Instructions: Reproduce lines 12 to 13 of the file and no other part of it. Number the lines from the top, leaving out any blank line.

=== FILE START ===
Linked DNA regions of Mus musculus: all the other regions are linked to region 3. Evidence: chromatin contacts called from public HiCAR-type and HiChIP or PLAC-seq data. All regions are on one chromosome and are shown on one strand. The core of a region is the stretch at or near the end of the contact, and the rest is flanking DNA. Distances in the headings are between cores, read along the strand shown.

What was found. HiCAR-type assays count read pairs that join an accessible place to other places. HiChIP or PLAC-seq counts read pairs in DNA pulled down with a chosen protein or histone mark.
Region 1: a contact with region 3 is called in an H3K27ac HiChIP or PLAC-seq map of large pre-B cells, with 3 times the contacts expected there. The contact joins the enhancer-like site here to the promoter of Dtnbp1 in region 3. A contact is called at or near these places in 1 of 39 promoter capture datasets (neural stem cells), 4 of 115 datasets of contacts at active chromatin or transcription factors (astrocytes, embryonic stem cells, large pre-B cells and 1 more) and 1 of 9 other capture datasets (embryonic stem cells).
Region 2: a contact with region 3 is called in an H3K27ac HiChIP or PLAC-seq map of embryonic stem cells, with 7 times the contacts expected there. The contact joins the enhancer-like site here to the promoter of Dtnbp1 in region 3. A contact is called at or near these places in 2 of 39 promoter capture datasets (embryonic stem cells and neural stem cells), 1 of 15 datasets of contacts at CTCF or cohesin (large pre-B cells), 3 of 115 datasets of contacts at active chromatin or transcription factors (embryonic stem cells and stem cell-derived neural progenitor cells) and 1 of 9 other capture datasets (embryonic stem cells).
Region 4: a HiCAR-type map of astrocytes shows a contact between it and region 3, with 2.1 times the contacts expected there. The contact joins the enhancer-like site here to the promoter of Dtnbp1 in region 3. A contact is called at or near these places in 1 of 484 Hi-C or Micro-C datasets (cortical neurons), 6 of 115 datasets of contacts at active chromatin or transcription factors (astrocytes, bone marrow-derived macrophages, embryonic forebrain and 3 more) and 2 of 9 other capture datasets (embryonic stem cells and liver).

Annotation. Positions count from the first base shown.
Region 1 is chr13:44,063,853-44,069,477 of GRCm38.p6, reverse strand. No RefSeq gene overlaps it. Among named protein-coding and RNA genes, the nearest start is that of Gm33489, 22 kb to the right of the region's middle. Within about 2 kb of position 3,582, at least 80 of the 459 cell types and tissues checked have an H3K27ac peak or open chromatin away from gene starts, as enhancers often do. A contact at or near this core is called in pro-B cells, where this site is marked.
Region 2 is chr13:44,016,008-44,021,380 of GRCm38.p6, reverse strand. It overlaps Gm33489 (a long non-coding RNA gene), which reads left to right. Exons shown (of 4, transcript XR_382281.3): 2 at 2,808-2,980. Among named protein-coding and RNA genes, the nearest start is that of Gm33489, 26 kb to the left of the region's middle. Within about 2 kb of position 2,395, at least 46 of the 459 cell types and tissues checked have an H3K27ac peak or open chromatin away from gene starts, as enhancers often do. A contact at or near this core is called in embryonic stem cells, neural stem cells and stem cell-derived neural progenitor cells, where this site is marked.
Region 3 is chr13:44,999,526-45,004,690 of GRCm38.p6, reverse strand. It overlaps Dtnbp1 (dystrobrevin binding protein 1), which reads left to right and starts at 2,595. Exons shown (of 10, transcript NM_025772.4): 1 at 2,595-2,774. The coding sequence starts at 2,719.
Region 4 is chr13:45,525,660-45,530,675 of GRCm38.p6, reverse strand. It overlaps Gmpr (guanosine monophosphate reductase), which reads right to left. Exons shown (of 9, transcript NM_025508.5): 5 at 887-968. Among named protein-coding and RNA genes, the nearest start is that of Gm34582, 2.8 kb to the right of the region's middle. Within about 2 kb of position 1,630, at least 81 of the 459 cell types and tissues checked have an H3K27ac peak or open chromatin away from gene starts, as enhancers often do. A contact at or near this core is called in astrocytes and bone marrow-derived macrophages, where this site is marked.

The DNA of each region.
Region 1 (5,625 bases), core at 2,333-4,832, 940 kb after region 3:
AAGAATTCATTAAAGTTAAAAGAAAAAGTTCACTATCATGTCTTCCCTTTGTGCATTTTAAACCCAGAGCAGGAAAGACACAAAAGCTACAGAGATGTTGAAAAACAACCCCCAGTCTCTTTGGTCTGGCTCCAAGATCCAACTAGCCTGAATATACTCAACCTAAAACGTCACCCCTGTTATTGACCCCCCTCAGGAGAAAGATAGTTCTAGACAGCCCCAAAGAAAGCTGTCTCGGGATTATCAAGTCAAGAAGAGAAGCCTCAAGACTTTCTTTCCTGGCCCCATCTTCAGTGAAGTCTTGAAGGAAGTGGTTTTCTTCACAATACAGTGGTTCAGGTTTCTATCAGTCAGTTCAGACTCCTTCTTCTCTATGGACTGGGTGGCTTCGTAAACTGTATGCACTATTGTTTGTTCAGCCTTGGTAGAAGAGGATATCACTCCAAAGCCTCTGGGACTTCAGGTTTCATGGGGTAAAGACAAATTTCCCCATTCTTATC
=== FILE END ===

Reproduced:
Region 1 (5,625 bases), core at 2,333-4,832, 940 kb after region 3:
AAGAATTCATTAAAGTTAAAAGAAAAAGTTCACTATCATGTCTTCCCTTTGTGCATTTTAAACCCAGAGCAGGAAAGACACAAAAGCTACAGAGATGTTGAAAAACAACCCCCAGTCTCTTTGGTCTGGCTCCAAGATCCAACTAGCCTGAATATACTCAACCTAAAACGTCACCCCTGTTATTGACCCCCCTCAGGAGAAAGATAGTTCTAGACAGCCCCAAAGAAAGCTGTCTCGGGATTATCAAGTCAAGAAGAGAAGCCTCAAGACTTTCTTTCCTGGCCCCATCTTCAGTGAAGTCTTGAAGGAAGTGGTTTTCTTCACAATACAGTGGTTCAGGTTTCTATCAGTCAGTTCAGACTCCTTCTTCTCTATGGACTGGGTGGCTTCGTAAACTGTATGCACTATTGTTTGTTCAGCCTTGGTAGAAGAGGATATCACTCCAAAGCCTCTGGGACTTCAGGTTTCATGGGGTAAAGACAAATTTCCCCATTCTTATC